March 20, 1972
March 20, 1972

Table of Contents
March 20, 1972

UCLA Invitation
19th Hole: The Readers Take Over


Hallelujah! There is a light in the forest! Until now I was afraid I was the only person who still enjoyed sports for the fun of competition. Your SCORECARD item, "Win, Win, Win" (March 6), has restored my faith that I am not alone.

This is an article from the March 20, 1972 issue Original Layout

From the Pee Wee programs all the way to the professional, it seems that this true meaning of sport and competition is being lost. The Pee Wees cannot have fun when they have their hollering parents interfering, and the professionals cannot enjoy competition for its own sake because of the almighty dollar.
New Rochelle, N.Y.

You did it! You actually said, " the lifeblood of sport, not victory alone." Congratulations! This little vignette on the win-at-all-costs philosophy as it is applied to sports is the best brief statement on the matter I have seen. The statement, "Winning isn't everything, it's the only thing," is as great a hoax perpetrated upon our nation as the statement, "Don't trust anyone over 30." You have put this statement on winning in its proper perspective, differentiating between professional and amateur sport.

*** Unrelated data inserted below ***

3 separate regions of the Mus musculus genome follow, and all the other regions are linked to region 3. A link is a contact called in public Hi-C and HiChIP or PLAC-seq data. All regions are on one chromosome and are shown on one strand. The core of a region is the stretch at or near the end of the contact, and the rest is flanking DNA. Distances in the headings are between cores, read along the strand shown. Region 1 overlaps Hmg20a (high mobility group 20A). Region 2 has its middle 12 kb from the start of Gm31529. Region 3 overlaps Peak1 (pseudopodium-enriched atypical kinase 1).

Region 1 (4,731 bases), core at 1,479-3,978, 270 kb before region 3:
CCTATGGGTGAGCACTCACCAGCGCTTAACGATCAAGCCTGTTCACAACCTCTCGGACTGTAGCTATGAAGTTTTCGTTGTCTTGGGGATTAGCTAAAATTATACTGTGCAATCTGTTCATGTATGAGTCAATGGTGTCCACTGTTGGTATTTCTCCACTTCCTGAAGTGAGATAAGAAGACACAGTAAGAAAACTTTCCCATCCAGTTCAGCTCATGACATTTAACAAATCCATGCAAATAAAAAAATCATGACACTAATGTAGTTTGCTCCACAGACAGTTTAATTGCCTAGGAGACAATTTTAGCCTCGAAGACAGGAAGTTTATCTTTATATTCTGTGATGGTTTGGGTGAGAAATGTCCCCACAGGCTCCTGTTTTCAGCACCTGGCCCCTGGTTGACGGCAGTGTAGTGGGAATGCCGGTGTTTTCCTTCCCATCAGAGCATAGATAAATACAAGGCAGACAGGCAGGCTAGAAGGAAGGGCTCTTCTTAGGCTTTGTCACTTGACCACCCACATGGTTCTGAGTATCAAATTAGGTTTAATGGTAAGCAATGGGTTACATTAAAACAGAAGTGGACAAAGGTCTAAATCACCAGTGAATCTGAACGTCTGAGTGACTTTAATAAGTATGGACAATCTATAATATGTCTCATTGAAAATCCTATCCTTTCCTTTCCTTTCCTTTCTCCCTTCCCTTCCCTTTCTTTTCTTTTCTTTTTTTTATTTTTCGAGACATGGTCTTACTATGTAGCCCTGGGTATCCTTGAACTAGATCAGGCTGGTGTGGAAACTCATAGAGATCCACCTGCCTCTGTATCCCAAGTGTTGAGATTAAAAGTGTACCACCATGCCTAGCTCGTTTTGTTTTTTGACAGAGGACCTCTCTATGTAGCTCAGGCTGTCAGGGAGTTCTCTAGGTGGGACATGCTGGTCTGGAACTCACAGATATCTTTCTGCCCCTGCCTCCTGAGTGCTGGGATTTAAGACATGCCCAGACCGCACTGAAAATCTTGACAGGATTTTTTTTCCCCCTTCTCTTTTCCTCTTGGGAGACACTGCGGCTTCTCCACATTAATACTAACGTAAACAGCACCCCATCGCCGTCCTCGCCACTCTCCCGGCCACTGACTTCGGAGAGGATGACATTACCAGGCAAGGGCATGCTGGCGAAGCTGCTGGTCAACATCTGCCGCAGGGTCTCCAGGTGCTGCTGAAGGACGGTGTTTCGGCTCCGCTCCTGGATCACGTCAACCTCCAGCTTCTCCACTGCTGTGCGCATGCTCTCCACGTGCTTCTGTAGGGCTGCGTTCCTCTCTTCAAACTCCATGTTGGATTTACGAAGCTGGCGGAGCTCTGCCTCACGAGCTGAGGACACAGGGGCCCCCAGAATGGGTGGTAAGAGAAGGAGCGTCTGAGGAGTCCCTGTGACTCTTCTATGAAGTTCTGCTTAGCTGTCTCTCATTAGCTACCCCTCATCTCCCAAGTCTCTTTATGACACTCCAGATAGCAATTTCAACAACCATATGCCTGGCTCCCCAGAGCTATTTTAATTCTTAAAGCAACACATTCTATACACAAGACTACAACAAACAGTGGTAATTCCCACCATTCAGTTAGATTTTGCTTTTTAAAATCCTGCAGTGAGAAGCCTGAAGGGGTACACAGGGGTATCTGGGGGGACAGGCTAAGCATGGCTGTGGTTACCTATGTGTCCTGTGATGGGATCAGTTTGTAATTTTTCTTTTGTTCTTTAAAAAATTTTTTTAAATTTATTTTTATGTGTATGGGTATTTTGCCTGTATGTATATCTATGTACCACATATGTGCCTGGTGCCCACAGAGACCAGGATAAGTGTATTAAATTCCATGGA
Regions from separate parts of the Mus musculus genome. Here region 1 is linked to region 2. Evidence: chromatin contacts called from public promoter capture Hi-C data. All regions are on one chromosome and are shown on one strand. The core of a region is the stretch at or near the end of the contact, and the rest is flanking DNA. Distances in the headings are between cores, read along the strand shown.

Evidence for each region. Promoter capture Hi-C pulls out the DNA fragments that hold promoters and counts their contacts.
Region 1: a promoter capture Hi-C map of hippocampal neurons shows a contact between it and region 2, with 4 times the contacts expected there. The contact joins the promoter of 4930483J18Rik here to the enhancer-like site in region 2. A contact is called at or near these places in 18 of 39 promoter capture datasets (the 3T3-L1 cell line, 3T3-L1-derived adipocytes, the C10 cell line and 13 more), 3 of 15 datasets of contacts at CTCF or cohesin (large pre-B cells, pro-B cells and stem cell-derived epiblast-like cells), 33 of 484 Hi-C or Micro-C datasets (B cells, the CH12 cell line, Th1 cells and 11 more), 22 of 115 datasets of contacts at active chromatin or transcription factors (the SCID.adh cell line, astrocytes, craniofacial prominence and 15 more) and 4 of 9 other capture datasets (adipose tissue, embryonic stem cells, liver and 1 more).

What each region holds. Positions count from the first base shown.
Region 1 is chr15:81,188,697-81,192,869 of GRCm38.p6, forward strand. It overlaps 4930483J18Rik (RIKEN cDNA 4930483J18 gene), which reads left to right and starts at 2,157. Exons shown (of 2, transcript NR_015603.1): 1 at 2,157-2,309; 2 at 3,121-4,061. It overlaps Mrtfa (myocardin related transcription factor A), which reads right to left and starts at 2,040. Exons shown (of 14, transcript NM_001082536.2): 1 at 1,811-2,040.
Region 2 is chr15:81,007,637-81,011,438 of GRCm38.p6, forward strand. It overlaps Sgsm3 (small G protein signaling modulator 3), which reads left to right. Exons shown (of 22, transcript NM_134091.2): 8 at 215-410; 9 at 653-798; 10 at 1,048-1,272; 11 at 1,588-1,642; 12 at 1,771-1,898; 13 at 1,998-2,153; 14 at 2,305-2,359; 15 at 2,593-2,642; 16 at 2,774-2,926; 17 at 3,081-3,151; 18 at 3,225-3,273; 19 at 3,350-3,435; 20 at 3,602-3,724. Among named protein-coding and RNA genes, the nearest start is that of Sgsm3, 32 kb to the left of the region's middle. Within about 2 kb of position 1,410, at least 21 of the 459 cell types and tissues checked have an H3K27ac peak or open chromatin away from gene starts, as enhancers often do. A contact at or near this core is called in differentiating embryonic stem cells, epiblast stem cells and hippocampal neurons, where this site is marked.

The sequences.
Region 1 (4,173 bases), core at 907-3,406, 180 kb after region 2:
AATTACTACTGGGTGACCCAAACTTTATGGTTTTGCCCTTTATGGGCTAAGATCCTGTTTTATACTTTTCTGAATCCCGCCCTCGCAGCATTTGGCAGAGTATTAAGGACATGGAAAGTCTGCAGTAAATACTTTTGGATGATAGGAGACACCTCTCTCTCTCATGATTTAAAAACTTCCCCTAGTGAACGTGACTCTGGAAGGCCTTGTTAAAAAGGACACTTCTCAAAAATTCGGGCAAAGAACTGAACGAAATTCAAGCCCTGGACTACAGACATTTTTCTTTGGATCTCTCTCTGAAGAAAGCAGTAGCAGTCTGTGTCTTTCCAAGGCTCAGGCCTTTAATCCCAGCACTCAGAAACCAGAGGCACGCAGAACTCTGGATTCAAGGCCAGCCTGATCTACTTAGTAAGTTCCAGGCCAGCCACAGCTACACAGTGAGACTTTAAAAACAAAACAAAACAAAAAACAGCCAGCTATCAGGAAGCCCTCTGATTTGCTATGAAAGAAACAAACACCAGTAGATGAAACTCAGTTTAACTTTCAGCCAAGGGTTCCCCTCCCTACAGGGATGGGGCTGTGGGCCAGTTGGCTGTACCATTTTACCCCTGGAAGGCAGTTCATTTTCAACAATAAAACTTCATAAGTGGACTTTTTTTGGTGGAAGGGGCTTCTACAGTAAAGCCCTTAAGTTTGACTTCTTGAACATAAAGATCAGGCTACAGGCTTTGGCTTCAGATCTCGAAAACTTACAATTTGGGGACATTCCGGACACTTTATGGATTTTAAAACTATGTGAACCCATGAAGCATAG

I will clip that SCORECARD item, frame it and make several copies to send back to your other editors when they fall into the very same win-win-win rut you have now so convincingly deplored.
Eugene, Ore.

You ask: " the failure to win really such a terrible disgrace?" I ask you: If the failure to win is not a disgrace of sorts, why compete or even keep score?

Winning is the essence of sport, and if it is not a disgrace to lose, then it is at least a terrible shock to learn someone else is better than you are.
Saginaw, Mich.

I would like to take this opportunity to congratulate you for the articles on Stan Smith (This Smith, a Mighty Man Is He, Feb. 28) and Bo Belinsky (Once He Was an Angel, March 6). I believe these two articles paint a good picture of what life is like at the top in sport and what it is like after you have fallen from those heights.